When exciting results are popping up all over the place, it calls for bringing the best minds together from around the world to discuss the findings and make plans for the future. That’s precisely what happened at the Short-Baseline Neutrino Workshop 2011, which took place May 12-14 at Fermilab. More than 100 people from 44 institutions attended.
Neutrinos are a million times lighter than an electron and are electrically neutral, which allows them to pass through matter unaffected, making them difficult to detect. Neutrinos exist in three flavors: muon, electron and tau, and have the ability to transform from one flavor into another, a process known as oscillation.
The purpose of various short-baseline neutrino experiments is to explore questions about neutrinos that travel over a relatively short distance.
Recently, a number of tantalizing results have sprung up from both short and long baseline experiments, which seem to suggest that neutrino oscillations occur under circumstances that were previously believed to not allow them, said Bill Louis, physicist at Los Alamos National Laboratory and workshop co-organizer.
“Even if just one of these results is correct, it may possibly have a profound impact on our understanding of particle and nuclear physics,” Louis said.
Learning more about this area of physics is a key part of Fermilab’s future.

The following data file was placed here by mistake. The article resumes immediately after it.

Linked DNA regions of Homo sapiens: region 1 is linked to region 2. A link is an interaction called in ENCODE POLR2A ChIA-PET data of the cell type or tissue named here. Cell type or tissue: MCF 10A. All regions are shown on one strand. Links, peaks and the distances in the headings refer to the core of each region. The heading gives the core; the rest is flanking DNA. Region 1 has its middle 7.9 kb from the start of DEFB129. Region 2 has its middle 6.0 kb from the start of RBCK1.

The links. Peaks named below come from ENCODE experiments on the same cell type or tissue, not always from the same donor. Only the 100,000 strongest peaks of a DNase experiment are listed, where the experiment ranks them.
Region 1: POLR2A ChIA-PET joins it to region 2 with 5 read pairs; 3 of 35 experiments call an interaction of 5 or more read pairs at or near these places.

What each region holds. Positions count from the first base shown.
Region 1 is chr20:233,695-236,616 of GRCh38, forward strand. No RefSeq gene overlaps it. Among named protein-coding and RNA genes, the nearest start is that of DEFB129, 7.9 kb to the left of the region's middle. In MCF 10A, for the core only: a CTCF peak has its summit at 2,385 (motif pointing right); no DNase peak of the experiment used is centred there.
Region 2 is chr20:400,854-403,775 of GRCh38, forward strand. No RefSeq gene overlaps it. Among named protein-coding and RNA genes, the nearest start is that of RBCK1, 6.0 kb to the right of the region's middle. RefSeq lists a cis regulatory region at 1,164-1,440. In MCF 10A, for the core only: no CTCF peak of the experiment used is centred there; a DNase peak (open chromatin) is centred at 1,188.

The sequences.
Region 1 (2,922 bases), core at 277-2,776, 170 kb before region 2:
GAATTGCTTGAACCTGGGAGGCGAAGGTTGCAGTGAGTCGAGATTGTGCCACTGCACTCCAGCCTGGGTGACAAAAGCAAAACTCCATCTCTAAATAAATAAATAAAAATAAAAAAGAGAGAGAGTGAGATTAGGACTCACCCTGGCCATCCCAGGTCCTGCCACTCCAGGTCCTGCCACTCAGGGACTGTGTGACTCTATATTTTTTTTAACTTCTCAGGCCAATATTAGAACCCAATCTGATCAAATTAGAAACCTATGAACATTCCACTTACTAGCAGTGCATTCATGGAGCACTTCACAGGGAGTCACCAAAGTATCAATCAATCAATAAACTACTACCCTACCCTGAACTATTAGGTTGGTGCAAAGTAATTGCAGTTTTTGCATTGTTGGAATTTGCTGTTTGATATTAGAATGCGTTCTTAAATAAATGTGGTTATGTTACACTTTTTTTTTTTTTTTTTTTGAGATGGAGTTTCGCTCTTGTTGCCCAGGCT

A few months after the Tevatron shuts down, there will be an 11-month period during which scientists will improve on proton sources to better serve experiments at the Intensity Frontier, including neutrino, kaon and muon programs, said Fermilab Deputy Director Young-Kee Kim. Once the complex comes back online, Fermilab plans to resume operation of neutrino beams using both 120 GeV and 8 GeV protons on the neutrino-production targets.
In their lectures, Steve Holmes, project manager for the proposed Project X, and Chris Polly, acting project manager for the future muon g-2 experiment at Fermilab, touched on the topic of the proposed beamlines. Kim further discussed future plans and solicited attendee feedback.
The ensuing discussions yielded a consensus amongst workshop attendees: The beamlines have tremendous potential, but measures will need to be taken to minimize background signals caused by cosmic radiation. Some possibilities include reusing or repurposing already existing equipment, or building additional components, which could result in a high-intensity neutrino beam that would be suitable for future experiments.
Workshop speakers also touched on what can be done in the interim between now and Project X. Among these speakers were: Geoffrey Mills (LANL), who discussed the potential of BooNE, the two-detector version of MiniBooNE; Roxanne Guenette (Yale University), who presented an overview of liquid argon detector applications in the MiniBooNE beamline; and Ryan Patterson (CalTech) and John Cooper (Fermilab), who spoke on what could be accomplished with a third NOvA detector.
See a full list of presenters online.
Louis was most impressed by the quality and diversity of the talks that touched on both experimental and theoretical issues and covered the gamut of neutrino topics.
“The talks were uniformly excellent,” Louis said. “It was just great hearing all of the different possibilities and plans for future neutrino experiments.”
— Christine Herman